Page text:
Divining The Motives Of The Blue Dogs, Part Four

09/07/2009 05:12 am ET | Updated May 25, 2011

Hello! This week, for fun, we've been speculating like crazy about what motivates this species canis puteulanus to make so much noise. Maybe it's because of deeply held beliefs. Perhaps it's simply a product of electoral uncertainty. And one cannot dismiss the fact that lobbyists, especially those in the health care industry, have showered them with untold piles of money, which, in politics, are better than principles and more impressive than voters. All three possibilities have their compelling aspects. But what if none of that matters as much as the opportunity to garner a little respect, for a change? Maybe the mystery is just this simple...

The Blue Dogs just want some attention.

Right now, Congress only garners any attention by asserting its will against the White House. Members of the GOP do, obviously, and for their trouble they still get their share of the news hole. The trouble is that their numbers are so few that they don't have any practical power over the agenda. And their opposition is taken for granted.

So the only party capable of asserting their will over the White House is the Democrats. But if you were paying attention to the leaders in both the House and Senate during the 2008 campaign, their standard pitch to voters was to give them the majorities they needed to enact Obama's policies.

As a result, the only way to really get attention is to be a Democrat who defies the Democratic leadership. The Blue Dogs have figured this out.

In short, this is a rare opportunity for the Blue Dogs to actually matter. They get to emerge from back-bench obscurity, and gain attention and favor from President Obama. They also garner enormous media exposure: front page appearances, cover stories, air time on cable news, and op-eds agogo. Consider this: a cursory search of the Washington Post reveals that Arkansas Blue Dog Mike Ross has been in 36 stories in a recent two-week period. As near as I can tell, all are about health care reform. Yet for the first five months of 2009, Ross only appears in two Post stories, one in which he's depicted as trying to preserve pet agriculture programs from Obama's budget cutting, and another about an congressional delegation trip to Brussels (longtime readers may remember that story!)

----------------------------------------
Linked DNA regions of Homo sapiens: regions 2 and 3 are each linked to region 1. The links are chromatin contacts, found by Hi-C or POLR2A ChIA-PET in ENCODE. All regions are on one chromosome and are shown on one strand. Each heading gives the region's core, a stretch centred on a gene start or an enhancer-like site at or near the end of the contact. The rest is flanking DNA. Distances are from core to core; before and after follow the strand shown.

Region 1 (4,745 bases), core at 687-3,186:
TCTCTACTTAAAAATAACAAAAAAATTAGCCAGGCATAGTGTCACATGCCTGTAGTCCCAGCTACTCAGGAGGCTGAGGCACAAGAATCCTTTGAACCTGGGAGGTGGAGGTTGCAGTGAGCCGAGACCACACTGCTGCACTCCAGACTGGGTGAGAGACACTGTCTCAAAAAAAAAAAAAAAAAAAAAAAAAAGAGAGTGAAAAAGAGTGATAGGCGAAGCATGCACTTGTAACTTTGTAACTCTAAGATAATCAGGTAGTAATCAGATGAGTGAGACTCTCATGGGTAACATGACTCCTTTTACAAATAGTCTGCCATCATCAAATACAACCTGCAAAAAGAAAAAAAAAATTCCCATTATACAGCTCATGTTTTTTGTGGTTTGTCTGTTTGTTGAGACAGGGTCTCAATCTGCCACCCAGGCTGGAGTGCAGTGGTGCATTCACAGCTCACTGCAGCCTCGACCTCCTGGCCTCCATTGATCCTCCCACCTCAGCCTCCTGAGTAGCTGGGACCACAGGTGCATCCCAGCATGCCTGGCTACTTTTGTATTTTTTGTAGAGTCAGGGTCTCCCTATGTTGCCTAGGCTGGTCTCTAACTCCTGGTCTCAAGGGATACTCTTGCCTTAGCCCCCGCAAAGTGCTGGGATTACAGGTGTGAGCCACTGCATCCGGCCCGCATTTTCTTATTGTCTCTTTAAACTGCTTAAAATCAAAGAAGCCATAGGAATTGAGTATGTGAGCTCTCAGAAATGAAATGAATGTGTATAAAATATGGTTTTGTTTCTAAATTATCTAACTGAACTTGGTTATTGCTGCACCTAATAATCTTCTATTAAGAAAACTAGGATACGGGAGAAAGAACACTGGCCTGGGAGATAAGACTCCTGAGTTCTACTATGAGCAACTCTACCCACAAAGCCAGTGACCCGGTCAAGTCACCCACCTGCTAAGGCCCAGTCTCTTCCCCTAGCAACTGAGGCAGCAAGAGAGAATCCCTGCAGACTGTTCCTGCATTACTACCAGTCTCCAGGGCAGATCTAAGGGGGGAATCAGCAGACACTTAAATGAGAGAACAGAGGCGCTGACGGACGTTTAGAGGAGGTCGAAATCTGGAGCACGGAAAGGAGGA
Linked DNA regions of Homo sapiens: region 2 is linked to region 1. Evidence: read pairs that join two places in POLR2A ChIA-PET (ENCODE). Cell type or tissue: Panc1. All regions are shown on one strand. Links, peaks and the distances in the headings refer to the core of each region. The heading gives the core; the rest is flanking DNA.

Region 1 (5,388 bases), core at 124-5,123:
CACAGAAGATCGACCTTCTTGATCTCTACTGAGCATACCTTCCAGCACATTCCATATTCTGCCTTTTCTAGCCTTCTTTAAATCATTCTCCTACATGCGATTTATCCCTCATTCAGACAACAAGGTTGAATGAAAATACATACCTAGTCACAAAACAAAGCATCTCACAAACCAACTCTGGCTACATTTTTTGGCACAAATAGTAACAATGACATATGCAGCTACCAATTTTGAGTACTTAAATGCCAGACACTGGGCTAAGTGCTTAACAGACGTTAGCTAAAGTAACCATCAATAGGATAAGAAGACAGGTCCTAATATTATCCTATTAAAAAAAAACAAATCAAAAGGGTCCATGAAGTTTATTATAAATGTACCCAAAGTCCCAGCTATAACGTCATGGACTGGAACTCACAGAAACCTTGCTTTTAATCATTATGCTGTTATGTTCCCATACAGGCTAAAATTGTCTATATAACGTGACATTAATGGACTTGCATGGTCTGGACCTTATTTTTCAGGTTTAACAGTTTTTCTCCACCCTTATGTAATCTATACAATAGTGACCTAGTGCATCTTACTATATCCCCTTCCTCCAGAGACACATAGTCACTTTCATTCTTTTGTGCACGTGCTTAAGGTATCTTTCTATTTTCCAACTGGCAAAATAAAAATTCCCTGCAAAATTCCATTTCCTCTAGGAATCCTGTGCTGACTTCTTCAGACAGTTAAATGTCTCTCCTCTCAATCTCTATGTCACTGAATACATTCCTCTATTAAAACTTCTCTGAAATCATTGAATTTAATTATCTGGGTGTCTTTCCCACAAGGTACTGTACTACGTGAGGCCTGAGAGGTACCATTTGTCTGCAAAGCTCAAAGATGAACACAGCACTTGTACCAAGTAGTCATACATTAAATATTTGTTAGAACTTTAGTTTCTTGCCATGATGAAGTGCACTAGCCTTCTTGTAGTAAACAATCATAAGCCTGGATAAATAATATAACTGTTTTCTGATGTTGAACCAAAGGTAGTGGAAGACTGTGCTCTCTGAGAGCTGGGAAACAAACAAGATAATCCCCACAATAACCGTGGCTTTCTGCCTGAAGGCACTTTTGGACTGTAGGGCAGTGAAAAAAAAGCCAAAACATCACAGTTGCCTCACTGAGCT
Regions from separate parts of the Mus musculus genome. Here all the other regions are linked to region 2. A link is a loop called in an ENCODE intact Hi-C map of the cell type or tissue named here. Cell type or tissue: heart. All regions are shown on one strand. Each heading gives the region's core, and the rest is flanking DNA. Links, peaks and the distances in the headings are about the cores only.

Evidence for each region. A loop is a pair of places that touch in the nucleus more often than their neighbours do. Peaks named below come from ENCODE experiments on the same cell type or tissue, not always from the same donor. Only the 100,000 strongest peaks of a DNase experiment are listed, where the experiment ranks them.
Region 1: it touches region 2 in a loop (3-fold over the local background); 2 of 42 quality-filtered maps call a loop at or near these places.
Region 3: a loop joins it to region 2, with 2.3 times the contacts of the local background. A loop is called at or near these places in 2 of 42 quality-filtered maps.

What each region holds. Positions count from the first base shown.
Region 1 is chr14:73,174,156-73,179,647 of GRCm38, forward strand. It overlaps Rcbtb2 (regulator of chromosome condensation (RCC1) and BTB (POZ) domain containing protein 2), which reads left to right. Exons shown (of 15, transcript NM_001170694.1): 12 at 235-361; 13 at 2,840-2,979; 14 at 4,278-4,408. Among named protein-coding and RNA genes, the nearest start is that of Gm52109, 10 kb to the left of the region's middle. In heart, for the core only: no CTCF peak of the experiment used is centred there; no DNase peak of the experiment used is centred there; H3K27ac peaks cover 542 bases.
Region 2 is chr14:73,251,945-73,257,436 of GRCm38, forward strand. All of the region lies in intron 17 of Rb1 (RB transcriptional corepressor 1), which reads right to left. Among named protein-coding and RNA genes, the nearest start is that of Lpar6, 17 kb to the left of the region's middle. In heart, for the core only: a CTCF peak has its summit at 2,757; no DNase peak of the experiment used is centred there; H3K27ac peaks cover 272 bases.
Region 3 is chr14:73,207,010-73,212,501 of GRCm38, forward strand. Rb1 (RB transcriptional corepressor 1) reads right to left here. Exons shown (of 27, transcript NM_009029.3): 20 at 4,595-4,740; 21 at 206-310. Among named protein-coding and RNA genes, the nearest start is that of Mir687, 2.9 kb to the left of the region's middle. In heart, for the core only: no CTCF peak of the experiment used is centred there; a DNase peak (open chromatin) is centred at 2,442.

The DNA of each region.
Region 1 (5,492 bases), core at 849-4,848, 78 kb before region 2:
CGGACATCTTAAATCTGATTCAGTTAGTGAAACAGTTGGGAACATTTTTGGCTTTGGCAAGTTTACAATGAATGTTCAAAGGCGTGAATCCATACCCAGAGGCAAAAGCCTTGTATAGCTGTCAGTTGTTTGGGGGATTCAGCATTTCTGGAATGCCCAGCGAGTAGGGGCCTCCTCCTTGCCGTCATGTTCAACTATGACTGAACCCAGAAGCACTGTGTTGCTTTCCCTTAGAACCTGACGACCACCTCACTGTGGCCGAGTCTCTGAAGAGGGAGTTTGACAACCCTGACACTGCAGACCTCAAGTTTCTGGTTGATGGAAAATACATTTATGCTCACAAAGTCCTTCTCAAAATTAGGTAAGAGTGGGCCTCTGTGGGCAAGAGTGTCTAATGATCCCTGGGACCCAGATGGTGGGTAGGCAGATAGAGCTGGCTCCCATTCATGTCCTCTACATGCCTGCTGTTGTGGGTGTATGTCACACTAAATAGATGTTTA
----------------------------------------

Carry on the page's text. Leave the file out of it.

And don't forget they get to come home to their constituents and simultaneously express concern over health care shortfalls and escalating deficits, safe in the knowledge that the figureheads of the party, and the overall caucus, are going to end up taking the hit for both.

Whether or not you can ultimately pin a watered-down health care bill on the Blue Dogs, one thing is certain: they have used the backdrop of this bill to demonstrate that they can get what they want out of the legislative sausage making, regardless of whether you and I get what we need. They've gotten the ear of the White House, they've swung a big stick with their caucus, they've earned plenty of face-time with the press, and enlarged their campaign war chests to a fare-thee-well. The system works!

What does it mean for the rest of us? Well, even if you can't ultimately blame the Blue Dogs for killing health care, you should watch where they pick their spots in the future, and pay attention to where they threaten the same dilatory and dilutive effects.

Sometimes, after all the sturm und drang, the Blue Dogs will find face-saving ways to extricate themselves from the conflict and vote alongside the White House, citing some picayune policy shift as the hard-won compromise they were fighting for all along. Other times, they'll muck up effective policy. But always, they'll do what it takes to allay their fears, enrich their coffers, and put themselves in the spotlight.

Huff Post intern Stuart Whatley shared a great line with me that summed up the Blue Dog reality: "All bark, no block, but it doesn't mean they won't piss on it first." This August, it's best to keep a watch out for raised hind legs.

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